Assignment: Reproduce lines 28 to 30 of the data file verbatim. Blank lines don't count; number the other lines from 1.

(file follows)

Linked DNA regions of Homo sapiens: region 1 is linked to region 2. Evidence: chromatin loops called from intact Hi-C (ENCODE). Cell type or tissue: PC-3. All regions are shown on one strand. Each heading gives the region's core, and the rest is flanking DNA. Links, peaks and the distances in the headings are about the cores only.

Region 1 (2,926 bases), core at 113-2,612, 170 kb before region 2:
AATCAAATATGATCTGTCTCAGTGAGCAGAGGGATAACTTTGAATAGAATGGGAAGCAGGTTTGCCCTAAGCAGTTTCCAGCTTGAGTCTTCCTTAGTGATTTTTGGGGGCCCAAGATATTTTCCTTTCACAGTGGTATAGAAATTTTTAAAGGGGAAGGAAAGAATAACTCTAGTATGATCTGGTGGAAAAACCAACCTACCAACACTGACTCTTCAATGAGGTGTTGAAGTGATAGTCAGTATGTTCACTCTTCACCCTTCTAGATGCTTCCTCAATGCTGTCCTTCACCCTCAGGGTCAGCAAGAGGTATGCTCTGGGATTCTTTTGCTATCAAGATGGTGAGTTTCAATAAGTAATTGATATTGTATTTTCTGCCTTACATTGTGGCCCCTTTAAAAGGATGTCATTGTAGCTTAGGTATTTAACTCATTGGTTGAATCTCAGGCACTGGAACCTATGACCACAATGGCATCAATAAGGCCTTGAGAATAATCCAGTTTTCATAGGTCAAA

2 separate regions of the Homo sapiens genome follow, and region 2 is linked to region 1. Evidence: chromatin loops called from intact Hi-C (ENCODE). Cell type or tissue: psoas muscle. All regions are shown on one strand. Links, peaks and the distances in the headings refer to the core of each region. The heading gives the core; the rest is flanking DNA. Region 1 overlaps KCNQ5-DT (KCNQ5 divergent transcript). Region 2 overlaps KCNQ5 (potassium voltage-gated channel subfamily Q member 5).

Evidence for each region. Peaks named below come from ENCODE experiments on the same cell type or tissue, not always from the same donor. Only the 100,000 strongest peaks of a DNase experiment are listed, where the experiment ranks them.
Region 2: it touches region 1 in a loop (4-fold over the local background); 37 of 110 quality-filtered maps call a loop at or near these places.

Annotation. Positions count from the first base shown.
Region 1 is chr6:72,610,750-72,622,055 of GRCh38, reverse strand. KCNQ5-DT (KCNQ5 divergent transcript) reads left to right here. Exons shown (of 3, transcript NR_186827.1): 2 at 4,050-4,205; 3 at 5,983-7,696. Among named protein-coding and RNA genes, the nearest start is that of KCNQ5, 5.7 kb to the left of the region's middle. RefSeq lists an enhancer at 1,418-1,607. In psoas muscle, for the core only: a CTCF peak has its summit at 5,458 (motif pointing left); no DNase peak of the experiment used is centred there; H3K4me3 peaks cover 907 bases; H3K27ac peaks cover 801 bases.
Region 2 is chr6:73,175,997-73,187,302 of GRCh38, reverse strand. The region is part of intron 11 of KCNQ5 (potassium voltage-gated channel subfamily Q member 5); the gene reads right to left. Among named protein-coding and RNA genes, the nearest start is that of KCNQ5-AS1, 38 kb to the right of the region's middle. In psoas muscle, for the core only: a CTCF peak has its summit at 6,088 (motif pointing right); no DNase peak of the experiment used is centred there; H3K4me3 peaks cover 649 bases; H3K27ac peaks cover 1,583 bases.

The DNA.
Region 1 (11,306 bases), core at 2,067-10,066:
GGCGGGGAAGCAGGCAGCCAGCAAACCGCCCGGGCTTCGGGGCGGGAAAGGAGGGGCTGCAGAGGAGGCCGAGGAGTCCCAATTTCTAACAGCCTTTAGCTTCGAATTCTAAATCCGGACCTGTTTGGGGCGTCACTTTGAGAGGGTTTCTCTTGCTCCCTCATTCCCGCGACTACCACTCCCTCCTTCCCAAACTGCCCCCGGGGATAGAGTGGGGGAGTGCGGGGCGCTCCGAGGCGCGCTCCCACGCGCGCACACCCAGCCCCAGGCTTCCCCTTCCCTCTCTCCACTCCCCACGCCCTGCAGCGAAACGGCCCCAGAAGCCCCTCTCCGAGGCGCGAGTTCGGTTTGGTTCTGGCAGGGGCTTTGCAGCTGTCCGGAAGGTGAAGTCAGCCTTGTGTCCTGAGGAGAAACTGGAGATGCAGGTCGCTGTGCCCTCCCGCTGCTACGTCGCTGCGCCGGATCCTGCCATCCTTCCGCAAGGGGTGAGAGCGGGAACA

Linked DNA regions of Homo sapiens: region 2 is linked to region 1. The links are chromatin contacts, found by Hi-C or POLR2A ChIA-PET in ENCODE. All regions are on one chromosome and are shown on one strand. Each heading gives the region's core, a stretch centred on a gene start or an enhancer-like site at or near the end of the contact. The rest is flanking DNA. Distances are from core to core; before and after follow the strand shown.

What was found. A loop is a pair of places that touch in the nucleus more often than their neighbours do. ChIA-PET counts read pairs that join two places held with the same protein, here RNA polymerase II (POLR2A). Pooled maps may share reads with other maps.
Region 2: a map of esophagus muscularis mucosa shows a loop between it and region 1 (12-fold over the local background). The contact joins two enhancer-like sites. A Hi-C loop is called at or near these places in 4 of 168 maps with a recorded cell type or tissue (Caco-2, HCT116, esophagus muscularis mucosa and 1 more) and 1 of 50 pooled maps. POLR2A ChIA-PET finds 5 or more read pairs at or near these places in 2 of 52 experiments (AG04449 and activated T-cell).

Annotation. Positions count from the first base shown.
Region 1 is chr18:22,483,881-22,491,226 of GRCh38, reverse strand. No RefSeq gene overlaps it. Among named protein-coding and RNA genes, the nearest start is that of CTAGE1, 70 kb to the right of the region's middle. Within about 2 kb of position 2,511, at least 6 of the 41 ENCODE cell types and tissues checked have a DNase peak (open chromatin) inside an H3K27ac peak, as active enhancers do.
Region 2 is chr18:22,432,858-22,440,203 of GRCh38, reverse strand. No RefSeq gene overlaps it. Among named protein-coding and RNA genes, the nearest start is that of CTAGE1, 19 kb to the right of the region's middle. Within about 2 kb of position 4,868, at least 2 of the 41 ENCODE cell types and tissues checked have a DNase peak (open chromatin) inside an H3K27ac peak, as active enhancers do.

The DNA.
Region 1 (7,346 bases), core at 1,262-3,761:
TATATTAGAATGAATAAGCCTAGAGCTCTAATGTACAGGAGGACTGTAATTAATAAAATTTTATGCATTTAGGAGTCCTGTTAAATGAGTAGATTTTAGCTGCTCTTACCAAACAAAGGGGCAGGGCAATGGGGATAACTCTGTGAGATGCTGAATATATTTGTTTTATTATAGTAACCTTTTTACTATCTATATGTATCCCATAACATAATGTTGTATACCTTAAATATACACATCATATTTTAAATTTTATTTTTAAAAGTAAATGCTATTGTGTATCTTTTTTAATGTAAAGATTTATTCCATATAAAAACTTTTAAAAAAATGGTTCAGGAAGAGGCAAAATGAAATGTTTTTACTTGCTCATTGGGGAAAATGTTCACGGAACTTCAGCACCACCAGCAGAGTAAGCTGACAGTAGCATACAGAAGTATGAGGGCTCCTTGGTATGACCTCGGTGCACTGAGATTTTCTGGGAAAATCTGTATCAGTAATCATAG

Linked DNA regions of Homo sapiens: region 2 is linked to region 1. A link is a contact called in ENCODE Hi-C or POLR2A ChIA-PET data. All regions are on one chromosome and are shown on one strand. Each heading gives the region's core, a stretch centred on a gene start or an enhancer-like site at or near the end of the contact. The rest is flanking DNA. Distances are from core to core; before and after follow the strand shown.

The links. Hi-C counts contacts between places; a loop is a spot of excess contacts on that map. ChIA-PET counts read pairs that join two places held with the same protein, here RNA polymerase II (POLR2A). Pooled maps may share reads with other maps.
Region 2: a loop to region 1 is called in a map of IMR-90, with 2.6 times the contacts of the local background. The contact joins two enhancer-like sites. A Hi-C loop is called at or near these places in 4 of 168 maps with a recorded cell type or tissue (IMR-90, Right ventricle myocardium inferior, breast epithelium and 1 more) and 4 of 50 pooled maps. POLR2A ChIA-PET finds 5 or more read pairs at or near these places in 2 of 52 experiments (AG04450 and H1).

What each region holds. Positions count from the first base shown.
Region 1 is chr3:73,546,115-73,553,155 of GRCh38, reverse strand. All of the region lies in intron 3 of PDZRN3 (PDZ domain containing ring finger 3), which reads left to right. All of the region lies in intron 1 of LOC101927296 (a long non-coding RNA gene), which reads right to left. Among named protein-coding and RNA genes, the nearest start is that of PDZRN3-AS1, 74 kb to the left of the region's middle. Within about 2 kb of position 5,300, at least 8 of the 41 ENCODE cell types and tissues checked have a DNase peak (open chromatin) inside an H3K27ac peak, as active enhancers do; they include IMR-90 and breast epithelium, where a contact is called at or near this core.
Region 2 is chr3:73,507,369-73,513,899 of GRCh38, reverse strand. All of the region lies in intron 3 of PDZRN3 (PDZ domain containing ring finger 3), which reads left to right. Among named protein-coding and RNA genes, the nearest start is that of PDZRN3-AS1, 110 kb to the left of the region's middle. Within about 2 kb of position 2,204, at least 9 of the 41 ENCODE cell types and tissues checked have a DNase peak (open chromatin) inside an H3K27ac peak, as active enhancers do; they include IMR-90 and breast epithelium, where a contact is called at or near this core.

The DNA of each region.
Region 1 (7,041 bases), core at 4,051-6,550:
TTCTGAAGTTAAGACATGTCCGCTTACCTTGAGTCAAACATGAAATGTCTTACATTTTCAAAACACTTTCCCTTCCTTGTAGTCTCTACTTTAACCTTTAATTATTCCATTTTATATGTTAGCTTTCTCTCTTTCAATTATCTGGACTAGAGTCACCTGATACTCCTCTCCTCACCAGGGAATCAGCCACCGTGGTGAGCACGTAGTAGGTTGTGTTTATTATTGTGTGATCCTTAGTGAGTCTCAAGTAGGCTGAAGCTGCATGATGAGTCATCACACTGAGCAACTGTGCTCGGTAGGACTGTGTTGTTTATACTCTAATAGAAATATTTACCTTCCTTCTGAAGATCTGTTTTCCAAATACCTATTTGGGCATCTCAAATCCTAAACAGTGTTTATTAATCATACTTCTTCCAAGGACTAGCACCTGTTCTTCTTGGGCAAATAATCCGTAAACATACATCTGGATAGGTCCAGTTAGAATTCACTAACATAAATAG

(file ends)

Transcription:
The DNA of each region.
Region 1 (7,041 bases), core at 4,051-6,550:
TTCTGAAGTTAAGACATGTCCGCTTACCTTGAGTCAAACATGAAATGTCTTACATTTTCAAAACACTTTCCCTTCCTTGTAGTCTCTACTTTAACCTTTAATTATTCCATTTTATATGTTAGCTTTCTCTCTTTCAATTATCTGGACTAGAGTCACCTGATACTCCTCTCCTCACCAGGGAATCAGCCACCGTGGTGAGCACGTAGTAGGTTGTGTTTATTATTGTGTGATCCTTAGTGAGTCTCAAGTAGGCTGAAGCTGCATGATGAGTCATCACACTGAGCAACTGTGCTCGGTAGGACTGTGTTGTTTATACTCTAATAGAAATATTTACCTTCCTTCTGAAGATCTGTTTTCCAAATACCTATTTGGGCATCTCAAATCCTAAACAGTGTTTATTAATCATACTTCTTCCAAGGACTAGCACCTGTTCTTCTTGGGCAAATAATCCGTAAACATACATCTGGATAGGTCCAGTTAGAATTCACTAACATAAATAG